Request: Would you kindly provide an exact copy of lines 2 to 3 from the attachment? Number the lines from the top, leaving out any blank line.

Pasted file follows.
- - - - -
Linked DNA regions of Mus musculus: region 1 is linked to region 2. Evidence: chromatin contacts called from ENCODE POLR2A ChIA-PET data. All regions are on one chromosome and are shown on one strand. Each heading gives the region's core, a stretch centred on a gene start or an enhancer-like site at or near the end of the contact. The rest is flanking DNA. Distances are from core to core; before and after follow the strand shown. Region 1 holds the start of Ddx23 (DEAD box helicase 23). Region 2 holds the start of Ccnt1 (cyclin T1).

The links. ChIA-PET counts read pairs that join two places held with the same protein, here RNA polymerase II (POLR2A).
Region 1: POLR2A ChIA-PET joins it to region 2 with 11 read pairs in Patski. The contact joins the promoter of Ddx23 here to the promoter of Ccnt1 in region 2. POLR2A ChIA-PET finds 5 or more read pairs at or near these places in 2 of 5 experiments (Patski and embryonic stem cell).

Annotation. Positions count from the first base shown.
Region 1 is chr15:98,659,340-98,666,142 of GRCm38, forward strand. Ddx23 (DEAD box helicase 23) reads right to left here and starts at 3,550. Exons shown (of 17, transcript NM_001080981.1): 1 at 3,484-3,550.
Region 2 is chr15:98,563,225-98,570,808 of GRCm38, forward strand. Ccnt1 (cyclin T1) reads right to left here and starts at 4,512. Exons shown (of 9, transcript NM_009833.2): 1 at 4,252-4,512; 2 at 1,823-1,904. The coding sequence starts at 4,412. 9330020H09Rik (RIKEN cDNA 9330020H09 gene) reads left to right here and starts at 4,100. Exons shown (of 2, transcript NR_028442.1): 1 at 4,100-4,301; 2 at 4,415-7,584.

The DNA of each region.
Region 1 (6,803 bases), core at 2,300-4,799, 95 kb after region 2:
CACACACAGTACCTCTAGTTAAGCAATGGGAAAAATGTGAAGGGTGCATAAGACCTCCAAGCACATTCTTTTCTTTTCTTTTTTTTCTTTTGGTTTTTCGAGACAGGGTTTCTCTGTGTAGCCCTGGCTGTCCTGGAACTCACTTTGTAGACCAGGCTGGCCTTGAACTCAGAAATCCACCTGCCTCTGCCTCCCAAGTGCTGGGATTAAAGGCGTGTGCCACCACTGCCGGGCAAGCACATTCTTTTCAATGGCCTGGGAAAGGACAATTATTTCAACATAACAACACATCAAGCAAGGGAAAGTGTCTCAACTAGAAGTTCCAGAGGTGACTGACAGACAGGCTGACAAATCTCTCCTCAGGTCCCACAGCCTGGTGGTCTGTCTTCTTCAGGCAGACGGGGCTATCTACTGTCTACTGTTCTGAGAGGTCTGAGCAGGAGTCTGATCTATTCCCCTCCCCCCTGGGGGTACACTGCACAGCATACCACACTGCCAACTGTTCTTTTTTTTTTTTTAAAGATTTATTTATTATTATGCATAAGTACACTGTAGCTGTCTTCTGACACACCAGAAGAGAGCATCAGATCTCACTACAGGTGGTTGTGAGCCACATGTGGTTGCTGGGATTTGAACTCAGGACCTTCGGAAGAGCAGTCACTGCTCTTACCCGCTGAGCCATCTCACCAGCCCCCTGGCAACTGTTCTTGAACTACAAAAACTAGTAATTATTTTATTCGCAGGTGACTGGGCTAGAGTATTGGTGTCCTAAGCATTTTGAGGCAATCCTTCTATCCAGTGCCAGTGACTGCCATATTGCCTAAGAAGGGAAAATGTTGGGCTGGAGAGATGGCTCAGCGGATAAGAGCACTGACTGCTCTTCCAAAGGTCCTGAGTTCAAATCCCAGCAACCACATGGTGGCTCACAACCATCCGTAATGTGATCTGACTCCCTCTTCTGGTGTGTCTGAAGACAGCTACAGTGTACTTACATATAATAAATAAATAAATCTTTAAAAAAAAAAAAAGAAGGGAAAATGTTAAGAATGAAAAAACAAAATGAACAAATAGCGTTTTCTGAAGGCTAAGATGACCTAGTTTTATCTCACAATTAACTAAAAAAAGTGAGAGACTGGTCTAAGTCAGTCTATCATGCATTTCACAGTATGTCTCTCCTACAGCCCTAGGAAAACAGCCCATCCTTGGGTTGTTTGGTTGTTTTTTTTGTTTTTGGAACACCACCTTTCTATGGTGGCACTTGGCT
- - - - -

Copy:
The links. ChIA-PET counts read pairs that join two places held with the same protein, here RNA polymerase II (POLR2A).
Region 1: POLR2A ChIA-PET joins it to region 2 with 11 read pairs in Patski. The contact joins the promoter of Ddx23 here to the promoter of Ccnt1 in region 2. POLR2A ChIA-PET finds 5 or more read pairs at or near these places in 2 of 5 experiments (Patski and embryonic stem cell).